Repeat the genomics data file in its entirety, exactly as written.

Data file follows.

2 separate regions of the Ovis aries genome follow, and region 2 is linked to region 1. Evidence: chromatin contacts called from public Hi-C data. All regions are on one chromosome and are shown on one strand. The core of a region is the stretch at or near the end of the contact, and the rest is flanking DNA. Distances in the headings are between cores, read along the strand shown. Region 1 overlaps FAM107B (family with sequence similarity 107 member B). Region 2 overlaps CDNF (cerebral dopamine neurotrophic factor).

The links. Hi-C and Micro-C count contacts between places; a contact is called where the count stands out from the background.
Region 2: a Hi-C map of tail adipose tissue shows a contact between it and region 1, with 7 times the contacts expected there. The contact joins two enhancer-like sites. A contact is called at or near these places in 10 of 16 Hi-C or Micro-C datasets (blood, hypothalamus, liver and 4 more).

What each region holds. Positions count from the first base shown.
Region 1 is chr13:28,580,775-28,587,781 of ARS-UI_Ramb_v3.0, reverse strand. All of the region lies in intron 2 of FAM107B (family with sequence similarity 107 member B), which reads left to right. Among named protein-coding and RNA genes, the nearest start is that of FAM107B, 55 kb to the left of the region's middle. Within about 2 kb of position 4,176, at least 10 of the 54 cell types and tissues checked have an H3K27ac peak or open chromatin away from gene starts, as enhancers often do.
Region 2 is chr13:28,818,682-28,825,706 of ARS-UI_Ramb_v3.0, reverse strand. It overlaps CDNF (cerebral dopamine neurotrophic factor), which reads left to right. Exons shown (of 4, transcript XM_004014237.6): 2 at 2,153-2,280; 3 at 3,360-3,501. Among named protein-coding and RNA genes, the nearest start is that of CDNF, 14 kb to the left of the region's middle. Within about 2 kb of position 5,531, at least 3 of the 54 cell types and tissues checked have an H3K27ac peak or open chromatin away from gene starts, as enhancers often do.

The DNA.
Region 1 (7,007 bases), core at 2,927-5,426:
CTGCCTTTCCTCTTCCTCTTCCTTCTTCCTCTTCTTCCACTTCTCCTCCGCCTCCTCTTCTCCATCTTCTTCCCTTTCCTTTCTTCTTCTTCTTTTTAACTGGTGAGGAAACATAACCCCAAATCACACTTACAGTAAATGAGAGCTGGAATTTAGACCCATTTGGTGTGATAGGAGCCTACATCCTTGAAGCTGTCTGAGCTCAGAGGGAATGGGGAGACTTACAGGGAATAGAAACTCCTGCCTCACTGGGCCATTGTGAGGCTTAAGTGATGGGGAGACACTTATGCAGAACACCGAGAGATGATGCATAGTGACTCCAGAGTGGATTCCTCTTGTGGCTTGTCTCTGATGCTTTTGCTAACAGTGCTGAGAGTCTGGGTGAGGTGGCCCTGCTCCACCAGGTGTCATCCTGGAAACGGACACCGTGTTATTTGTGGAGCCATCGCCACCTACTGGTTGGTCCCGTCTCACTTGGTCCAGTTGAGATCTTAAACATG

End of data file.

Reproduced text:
2 separate regions of the Ovis aries genome follow, and region 2 is linked to region 1. Evidence: chromatin contacts called from public Hi-C data. All regions are on one chromosome and are shown on one strand. The core of a region is the stretch at or near the end of the contact, and the rest is flanking DNA. Distances in the headings are between cores, read along the strand shown. Region 1 overlaps FAM107B (family with sequence similarity 107 member B). Region 2 overlaps CDNF (cerebral dopamine neurotrophic factor).

The links. Hi-C and Micro-C count contacts between places; a contact is called where the count stands out from the background.
Region 2: a Hi-C map of tail adipose tissue shows a contact between it and region 1, with 7 times the contacts expected there. The contact joins two enhancer-like sites. A contact is called at or near these places in 10 of 16 Hi-C or Micro-C datasets (blood, hypothalamus, liver and 4 more).

What each region holds. Positions count from the first base shown.
Region 1 is chr13:28,580,775-28,587,781 of ARS-UI_Ramb_v3.0, reverse strand. All of the region lies in intron 2 of FAM107B (family with sequence similarity 107 member B), which reads left to right. Among named protein-coding and RNA genes, the nearest start is that of FAM107B, 55 kb to the left of the region's middle. Within about 2 kb of position 4,176, at least 10 of the 54 cell types and tissues checked have an H3K27ac peak or open chromatin away from gene starts, as enhancers often do.
Region 2 is chr13:28,818,682-28,825,706 of ARS-UI_Ramb_v3.0, reverse strand. It overlaps CDNF (cerebral dopamine neurotrophic factor), which reads left to right. Exons shown (of 4, transcript XM_004014237.6): 2 at 2,153-2,280; 3 at 3,360-3,501. Among named protein-coding and RNA genes, the nearest start is that of CDNF, 14 kb to the left of the region's middle. Within about 2 kb of position 5,531, at least 3 of the 54 cell types and tissues checked have an H3K27ac peak or open chromatin away from gene starts, as enhancers often do.

The DNA.
Region 1 (7,007 bases), core at 2,927-5,426:
CTGCCTTTCCTCTTCCTCTTCCTTCTTCCTCTTCTTCCACTTCTCCTCCGCCTCCTCTTCTCCATCTTCTTCCCTTTCCTTTCTTCTTCTTCTTTTTAACTGGTGAGGAAACATAACCCCAAATCACACTTACAGTAAATGAGAGCTGGAATTTAGACCCATTTGGTGTGATAGGAGCCTACATCCTTGAAGCTGTCTGAGCTCAGAGGGAATGGGGAGACTTACAGGGAATAGAAACTCCTGCCTCACTGGGCCATTGTGAGGCTTAAGTGATGGGGAGACACTTATGCAGAACACCGAGAGATGATGCATAGTGACTCCAGAGTGGATTCCTCTTGTGGCTTGTCTCTGATGCTTTTGCTAACAGTGCTGAGAGTCTGGGTGAGGTGGCCCTGCTCCACCAGGTGTCATCCTGGAAACGGACACCGTGTTATTTGTGGAGCCATCGCCACCTACTGGTTGGTCCCGTCTCACTTGGTCCAGTTGAGATCTTAAACATG